Gull Lake Ice Cover History [Updated]

Gull Lake has one of the longest ice cover records in our region, dating back to the 1920s. The duration of ice cover varies but on average has shortened by about 20 days, which is consistent with records for a number of lakes across the world. Ice cover in this lake system has been monitored by local citizens including Fred Sherriff Sr., Fred Sherriff Jr., and Betty Johnson, assisted since 1998 by Stephen Hamilton of MSU’s Kellogg Biological Station. [Updated February, 2021] Dr. Steve Hamilton has sent the GLQO an updated ice days…continue reading →

Calling All Winter Anglers . . .

CALLING ALL WINTER 2018-2019 ANGLERS:  As winter approaches, the DNR and the GLQO are working together to gather valuable information from ice fishermen this season.  To that end, I’ve attached a Volunteer Fisheries Survey Form, which we are hopeful will be completed by all of you, even if you come up empty handed!  The information gathered will help to (a) identify if any smelt are being caught, (b) determine if the steelhead are beginning to recruit to the fishery, and (c) gather information on lake trout and northern pike size and harvest. continue reading →

2019 CLMP Reports Are Available Here

For a decade, GLQO volunteers have been monitoring Gull Lake and Little Long Lake.  Each spring, within two weeks of “ice out” until early in September, they head out in the boat to gather data that helps determine the quality of the lakes.  They measure the following: * Transparency which is a simple indicator of lake quality * Total Phosphorus to determine available nutrients * Chlorophyll a to determine the algae level which indicates food availability * Dissolved Oxygen an essential ingredient to support fish and vegetation * Temperature Read the reports here:…continue reading →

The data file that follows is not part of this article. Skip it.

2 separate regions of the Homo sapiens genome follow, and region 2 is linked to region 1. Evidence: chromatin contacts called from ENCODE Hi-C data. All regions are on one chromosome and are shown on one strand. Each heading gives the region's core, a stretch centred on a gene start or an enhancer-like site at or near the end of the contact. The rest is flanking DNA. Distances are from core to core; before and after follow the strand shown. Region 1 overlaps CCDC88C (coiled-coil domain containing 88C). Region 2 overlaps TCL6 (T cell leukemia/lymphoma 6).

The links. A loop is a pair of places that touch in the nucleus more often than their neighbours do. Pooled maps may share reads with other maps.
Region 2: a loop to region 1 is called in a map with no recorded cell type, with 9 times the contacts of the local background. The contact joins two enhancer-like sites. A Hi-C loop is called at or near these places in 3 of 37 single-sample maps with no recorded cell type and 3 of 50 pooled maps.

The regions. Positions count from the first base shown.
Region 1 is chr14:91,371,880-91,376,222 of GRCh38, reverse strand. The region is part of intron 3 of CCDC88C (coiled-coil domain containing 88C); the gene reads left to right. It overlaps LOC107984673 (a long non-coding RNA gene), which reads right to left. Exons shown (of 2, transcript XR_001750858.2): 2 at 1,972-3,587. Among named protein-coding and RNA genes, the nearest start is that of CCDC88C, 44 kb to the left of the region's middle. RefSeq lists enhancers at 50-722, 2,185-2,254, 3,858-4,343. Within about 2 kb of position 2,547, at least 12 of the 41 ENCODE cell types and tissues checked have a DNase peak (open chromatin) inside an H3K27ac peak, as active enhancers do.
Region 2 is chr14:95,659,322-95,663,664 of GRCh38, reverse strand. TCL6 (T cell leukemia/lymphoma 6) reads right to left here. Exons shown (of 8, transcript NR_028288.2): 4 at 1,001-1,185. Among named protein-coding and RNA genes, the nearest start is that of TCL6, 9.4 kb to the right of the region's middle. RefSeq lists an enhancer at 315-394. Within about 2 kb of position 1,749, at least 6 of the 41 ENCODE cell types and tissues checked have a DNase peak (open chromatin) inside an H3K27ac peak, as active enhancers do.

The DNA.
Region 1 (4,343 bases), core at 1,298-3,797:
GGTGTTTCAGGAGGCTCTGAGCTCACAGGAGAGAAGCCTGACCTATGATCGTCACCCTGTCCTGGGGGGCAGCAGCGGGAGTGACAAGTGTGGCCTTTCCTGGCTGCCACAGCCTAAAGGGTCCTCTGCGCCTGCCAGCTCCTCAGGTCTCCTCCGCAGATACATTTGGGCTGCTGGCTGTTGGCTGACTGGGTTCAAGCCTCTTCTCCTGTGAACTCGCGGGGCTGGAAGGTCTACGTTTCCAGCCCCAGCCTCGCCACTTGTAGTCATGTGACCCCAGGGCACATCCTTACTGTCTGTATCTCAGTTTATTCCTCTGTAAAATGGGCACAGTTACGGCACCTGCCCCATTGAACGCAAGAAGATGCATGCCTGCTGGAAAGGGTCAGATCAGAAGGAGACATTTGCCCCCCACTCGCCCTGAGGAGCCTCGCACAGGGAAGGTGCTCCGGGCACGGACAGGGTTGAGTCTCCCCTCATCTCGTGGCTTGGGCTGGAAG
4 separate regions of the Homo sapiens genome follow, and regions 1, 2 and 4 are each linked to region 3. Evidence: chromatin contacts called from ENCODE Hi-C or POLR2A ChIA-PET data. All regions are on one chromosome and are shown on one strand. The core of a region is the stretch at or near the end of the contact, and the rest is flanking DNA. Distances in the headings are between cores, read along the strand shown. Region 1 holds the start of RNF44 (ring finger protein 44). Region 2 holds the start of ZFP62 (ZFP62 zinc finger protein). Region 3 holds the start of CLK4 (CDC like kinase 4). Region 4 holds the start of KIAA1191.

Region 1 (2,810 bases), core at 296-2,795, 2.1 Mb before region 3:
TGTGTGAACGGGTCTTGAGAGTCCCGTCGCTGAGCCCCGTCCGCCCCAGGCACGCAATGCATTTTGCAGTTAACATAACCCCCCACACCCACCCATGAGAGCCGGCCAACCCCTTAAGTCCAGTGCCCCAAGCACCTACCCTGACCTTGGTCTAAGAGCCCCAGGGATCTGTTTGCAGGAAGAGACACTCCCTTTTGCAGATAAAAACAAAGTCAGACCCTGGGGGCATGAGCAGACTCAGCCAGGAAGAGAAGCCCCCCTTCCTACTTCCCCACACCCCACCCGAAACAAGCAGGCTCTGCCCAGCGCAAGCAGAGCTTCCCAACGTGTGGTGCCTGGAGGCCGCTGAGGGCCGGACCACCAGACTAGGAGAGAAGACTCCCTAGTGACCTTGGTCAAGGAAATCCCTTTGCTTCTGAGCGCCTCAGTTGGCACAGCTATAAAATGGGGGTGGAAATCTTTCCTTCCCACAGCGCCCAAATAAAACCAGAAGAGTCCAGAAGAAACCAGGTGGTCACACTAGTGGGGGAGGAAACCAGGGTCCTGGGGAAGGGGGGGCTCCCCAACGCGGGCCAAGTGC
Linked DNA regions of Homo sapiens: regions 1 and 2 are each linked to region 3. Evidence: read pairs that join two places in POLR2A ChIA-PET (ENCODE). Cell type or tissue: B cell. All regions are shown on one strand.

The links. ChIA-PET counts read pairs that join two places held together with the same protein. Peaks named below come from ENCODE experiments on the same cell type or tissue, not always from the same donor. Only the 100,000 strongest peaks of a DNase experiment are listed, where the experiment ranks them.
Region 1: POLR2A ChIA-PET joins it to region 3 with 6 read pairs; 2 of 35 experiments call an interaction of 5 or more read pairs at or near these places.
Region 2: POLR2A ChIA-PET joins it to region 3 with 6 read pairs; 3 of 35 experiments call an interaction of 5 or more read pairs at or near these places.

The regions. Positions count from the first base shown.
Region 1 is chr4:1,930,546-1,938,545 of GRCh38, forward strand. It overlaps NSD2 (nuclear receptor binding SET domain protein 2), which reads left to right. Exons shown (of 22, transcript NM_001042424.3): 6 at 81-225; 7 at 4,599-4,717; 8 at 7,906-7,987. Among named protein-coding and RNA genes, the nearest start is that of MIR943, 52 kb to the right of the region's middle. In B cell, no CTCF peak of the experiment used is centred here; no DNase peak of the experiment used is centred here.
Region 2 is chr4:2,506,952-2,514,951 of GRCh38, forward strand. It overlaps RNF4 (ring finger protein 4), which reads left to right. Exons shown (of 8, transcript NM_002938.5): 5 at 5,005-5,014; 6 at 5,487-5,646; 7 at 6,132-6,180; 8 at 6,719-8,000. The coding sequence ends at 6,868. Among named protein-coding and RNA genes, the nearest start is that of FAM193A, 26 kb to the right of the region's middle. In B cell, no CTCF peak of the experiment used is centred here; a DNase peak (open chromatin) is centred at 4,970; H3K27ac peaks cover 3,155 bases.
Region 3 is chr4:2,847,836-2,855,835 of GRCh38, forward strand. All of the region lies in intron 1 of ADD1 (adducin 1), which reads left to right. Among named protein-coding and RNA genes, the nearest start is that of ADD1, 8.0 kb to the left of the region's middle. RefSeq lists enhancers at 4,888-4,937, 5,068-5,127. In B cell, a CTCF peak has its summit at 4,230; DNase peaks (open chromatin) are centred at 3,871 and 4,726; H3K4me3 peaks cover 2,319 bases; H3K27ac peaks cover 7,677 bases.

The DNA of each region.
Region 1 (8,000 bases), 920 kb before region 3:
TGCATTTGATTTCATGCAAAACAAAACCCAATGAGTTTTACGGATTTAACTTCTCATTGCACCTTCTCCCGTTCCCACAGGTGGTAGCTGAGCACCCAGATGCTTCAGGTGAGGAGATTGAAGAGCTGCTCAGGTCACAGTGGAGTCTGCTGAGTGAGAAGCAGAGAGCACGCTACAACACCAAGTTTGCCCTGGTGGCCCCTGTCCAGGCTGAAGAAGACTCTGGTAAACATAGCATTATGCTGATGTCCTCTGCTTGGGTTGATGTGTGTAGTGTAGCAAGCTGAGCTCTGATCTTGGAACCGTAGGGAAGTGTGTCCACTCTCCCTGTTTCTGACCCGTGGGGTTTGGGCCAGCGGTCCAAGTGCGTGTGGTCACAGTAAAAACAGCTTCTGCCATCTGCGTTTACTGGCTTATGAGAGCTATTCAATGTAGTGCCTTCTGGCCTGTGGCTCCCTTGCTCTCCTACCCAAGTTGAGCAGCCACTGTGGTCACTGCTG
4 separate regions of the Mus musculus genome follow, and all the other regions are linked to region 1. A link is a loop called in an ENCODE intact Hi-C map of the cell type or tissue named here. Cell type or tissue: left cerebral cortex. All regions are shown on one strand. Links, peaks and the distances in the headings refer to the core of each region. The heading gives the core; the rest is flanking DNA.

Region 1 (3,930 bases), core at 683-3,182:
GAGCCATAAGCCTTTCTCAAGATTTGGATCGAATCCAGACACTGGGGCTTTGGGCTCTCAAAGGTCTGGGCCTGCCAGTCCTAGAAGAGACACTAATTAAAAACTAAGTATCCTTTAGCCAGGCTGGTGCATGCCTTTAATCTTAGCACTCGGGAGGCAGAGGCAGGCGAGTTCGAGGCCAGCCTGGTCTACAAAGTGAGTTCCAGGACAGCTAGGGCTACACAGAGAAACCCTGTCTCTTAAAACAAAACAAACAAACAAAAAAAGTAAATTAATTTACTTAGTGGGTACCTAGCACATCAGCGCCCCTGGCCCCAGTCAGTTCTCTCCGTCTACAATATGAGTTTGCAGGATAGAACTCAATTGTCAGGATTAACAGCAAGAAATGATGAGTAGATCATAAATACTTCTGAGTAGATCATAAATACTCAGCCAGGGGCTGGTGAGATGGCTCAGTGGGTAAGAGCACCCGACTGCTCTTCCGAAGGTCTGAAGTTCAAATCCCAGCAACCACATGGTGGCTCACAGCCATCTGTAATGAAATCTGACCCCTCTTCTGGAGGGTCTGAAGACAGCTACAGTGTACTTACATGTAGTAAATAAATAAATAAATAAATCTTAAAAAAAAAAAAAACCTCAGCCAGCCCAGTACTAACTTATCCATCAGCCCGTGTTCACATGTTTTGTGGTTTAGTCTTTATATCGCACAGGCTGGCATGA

Support the Mission of the Gull Lake Dam Association

At the GLQO Annual Welcome to Summer Party, we heard from Jeff Price, board member at large of the Gull Lake Dam Association. He imparted some extremely valuable information...especially that the current dam has outlived its expected useful lifetime. Please take time to learn more about this critical infrastructure that has served Gull Lake residents and visitors since 1880. Read more: Gull Lake Association Presentationcontinue reading →

July 2017 Water Quality Update: Gull Lake

By Mike Gallagher, Water Quality Chair Clarity      15 feet Surface Temp   77.36 Temp at 100 feet  48.56 Thermocline    30-35 feet Dissolved Oxygen at Surface    8.49 mg/l Dissolved Oxygen at Bottom    4.36 mg/l Max Dissolved Oxygen is 10.88 mg/l at 40 feet The clarity for this time of the summer is normal for Gull Lake.  The lake always gets less clear at the end of July.  We could see down to 26' two weeks ago but only 15' today. The thermocline is the depth where the temp of the…continue reading →
Swimmer’s Itch and How to Avoid It

Swimmer’s Itch and How to Avoid It

Fortunately, there seem to be few reported cases of swimmer's itch in Gull Lake these days, but I remember well when our sons were little how they would occasionally get it when swimming at the pagoda at the Biological Station. Swimmers itch is a problem in many Michigan lakes in the summer and it is definitely painful (but not dangerous). As the picture to the right shows, swimmer's itch appears as a series of red welts that itch like mosquito bites. Often the welts appear in a line near the waistband or straps…continue reading →
Gull Lake Smelt Die-Off

Gull Lake Smelt Die-Off

Over the past weekend (June 11th and 12th), you may have noticed an extraordinarily large number of dead smelt in Gull Lake.  Based upon conversations with local anglers and with the DNR, we understand that the most likely cause of the smelt die-off was thermal stress as Saturday was one of the hottest days of the year.  The appearance of the dead fish supports this conclusion due to the absence of hemorrhages or other signs of disease.  Most of the smelt were similar in size and presumably were schooling together in the same type of…continue reading →
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